A quintessential organisational man
Nadda first started working with the Jai Prakash Narayan-inspired student’s movement in Bihar, before Road Transport and MSME minister Nitin Gadkari brought him to the national team in 2010.
After graduating from St Xavier’s School in Patna, Nadda went on to get his BA degree from Patna College, followed by a law degree from Himachal Pradesh University (HPU). He began his political journey with the ABVP (RSS student-wing) in Bihar at a time his father served as vice-chancellor of Ranchi University.
Nadda was elected as the secretary of the Patna University in the 1977 student’s elections. Under his leadership in 1984, the ABVP defeated the Students Federation of India in the HPU for the first time. From the student union’s president, he soon rose to become the national general secretary of the ABVP in 1986 till 1989.
Appointed as BJP Yuva Morcha chief in 1991, Nadda was actually in line for the party’s top post after it came to power in 2014. Singh, who was the party president, vacated his spot to join the Modi Cabinet, but it was Shah, with a stellar performance in Uttar Pradesh under his belt, who was chosen to replace Singh, while Nadda was given a position in the Union Cabinet.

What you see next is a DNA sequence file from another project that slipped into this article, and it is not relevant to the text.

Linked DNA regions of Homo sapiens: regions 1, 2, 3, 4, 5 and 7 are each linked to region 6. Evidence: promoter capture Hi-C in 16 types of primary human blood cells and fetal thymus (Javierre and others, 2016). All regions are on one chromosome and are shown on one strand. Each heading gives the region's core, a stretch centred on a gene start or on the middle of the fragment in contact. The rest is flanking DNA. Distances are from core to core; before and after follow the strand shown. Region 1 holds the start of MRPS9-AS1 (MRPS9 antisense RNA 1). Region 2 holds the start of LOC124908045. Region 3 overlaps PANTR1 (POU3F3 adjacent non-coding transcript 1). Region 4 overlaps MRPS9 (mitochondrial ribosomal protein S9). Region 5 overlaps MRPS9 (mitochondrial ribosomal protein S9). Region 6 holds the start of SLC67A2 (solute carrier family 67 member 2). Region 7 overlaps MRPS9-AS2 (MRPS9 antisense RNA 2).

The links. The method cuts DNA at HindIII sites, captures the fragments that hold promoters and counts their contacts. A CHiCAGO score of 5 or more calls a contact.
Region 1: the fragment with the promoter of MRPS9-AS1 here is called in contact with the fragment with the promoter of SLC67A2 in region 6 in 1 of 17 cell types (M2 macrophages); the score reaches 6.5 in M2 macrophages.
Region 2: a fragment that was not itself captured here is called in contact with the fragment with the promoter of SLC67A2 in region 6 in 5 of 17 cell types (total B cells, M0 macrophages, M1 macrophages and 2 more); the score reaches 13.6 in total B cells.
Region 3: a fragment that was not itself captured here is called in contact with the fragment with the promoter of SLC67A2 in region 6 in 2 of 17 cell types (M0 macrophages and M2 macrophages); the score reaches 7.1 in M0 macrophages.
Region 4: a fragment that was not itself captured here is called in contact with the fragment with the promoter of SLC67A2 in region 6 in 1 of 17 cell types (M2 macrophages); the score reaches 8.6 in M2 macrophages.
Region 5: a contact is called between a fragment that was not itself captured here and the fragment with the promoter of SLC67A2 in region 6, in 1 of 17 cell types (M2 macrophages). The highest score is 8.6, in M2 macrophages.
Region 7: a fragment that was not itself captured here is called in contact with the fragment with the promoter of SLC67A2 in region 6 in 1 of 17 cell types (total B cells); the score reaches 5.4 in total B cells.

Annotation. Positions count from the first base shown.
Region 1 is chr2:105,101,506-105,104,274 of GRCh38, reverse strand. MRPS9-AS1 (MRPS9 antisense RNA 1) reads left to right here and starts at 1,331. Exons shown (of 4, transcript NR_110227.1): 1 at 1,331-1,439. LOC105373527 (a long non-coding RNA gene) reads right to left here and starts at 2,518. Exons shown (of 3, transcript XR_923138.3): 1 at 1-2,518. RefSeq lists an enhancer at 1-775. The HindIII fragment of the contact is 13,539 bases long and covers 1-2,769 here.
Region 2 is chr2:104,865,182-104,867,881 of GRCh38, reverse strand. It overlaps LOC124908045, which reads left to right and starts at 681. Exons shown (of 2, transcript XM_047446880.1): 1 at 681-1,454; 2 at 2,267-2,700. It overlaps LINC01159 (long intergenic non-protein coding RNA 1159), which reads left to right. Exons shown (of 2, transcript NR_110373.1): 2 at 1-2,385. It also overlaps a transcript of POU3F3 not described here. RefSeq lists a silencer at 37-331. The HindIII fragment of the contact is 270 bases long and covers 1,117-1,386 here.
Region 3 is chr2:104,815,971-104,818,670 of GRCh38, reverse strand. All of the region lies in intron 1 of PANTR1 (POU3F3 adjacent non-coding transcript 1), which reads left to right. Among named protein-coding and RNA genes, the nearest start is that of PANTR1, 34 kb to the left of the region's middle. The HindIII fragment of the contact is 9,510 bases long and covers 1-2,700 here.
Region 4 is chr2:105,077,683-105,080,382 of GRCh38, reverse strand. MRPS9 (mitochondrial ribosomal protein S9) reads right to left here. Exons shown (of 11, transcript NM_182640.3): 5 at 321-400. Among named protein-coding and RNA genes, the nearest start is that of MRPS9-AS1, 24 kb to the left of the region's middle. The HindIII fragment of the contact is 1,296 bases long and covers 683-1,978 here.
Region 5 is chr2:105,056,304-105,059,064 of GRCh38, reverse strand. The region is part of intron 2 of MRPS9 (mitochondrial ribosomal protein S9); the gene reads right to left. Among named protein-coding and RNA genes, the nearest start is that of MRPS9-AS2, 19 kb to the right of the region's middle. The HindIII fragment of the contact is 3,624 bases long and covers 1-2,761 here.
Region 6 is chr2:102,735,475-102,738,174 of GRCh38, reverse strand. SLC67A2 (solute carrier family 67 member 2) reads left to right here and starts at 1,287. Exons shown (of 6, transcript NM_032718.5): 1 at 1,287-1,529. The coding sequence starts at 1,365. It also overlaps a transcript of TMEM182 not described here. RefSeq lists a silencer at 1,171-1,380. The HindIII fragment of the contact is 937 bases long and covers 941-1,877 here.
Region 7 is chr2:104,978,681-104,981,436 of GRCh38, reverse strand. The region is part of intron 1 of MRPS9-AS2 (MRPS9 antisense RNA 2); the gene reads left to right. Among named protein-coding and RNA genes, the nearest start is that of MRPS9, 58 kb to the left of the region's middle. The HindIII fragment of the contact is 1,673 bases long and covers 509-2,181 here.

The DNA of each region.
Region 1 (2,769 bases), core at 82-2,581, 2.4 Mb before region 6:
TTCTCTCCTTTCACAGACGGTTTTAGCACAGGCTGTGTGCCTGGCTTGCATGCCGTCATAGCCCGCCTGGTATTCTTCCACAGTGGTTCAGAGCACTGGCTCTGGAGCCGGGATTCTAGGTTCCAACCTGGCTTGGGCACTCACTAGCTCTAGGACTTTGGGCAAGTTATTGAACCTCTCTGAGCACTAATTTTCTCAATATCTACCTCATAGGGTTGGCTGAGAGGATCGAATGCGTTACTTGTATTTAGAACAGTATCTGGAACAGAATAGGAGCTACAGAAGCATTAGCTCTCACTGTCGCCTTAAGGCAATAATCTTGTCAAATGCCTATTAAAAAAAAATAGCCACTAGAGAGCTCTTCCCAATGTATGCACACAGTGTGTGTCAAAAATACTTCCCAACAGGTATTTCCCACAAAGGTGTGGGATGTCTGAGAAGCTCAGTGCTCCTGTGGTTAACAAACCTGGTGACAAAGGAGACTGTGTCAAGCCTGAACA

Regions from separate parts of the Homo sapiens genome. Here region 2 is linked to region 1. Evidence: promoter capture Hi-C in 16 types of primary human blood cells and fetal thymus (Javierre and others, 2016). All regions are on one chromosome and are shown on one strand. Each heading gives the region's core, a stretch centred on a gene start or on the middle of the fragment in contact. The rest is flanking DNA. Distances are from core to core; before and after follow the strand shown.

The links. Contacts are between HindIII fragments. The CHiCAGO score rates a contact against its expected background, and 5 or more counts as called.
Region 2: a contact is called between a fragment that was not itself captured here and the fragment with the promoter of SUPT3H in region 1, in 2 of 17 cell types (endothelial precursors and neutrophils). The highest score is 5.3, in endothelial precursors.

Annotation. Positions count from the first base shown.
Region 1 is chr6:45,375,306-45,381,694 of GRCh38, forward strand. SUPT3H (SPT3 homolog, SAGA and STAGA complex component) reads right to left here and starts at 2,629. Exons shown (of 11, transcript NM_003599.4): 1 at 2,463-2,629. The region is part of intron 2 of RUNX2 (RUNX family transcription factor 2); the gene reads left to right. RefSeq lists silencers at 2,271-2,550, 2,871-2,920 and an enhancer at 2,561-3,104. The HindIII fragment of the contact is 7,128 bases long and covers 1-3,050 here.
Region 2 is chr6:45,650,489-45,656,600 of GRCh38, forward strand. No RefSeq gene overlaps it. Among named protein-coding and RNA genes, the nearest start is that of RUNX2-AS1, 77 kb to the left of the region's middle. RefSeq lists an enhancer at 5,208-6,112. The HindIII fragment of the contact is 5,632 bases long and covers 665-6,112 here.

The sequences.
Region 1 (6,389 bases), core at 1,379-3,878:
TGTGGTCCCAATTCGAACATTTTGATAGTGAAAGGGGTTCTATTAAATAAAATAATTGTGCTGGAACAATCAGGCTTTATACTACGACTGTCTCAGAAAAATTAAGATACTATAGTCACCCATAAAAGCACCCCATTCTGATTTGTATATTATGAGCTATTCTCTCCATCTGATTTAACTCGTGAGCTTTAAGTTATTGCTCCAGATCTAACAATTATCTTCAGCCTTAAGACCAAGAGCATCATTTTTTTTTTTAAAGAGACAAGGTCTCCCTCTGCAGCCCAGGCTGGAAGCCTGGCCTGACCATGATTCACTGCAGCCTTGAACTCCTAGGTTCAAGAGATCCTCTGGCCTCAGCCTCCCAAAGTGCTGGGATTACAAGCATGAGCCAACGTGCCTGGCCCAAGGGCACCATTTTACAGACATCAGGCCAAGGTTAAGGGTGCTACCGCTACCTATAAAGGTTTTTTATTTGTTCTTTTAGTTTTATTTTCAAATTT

Reward for BJP’s performance in HP and UP
Nadda’s appointment as health minister in 2014, however, did not go down well with Himachal rivals and leader Prem Kumar Dhumal and his son Anurag Thakur, who sought a place in the Modi Cabinet. [Thakur was finally elevated to the Cabinet this year.]
Nadda won the Bilaspur seat in 1993 and became the leader of Opposition in the HP assembly, at a time most prominent BJP leaders used to lose in the northern state.
He won again in 1998, lost the seat in 2003 but recovered his place in then CM Dhumal’s Cabinet in 2007. After a couple of years, he fell out with Dhumal and returned to work with the party, which is when Gadkari made him general secretary of BJP in 2010.
In 2017, Nadda along with Modi and Shah orchestrated Dhumal’s career assassination; the party high command forced him to contest from Sujanpur despite projecting him as a chief ministerial candidate. Nadda was a front-runner after Dhumal’s loss, but political dynamics at the time demanded a Rajput face in the race. So, instead of losing hope, Nadda hitched his wagon to political confidante Jairam Thakur, who emerged victorious in the HP assembly elections.
In the recently concluded Lok Sabha polls, he was made responsible for taking on the SP-BSP gathbandhan in Uttar Pradesh, where BJP bagged 64 out of the 80 parliamentary seats and more than 50% votes, repeating their stellar 2014 performance in the state.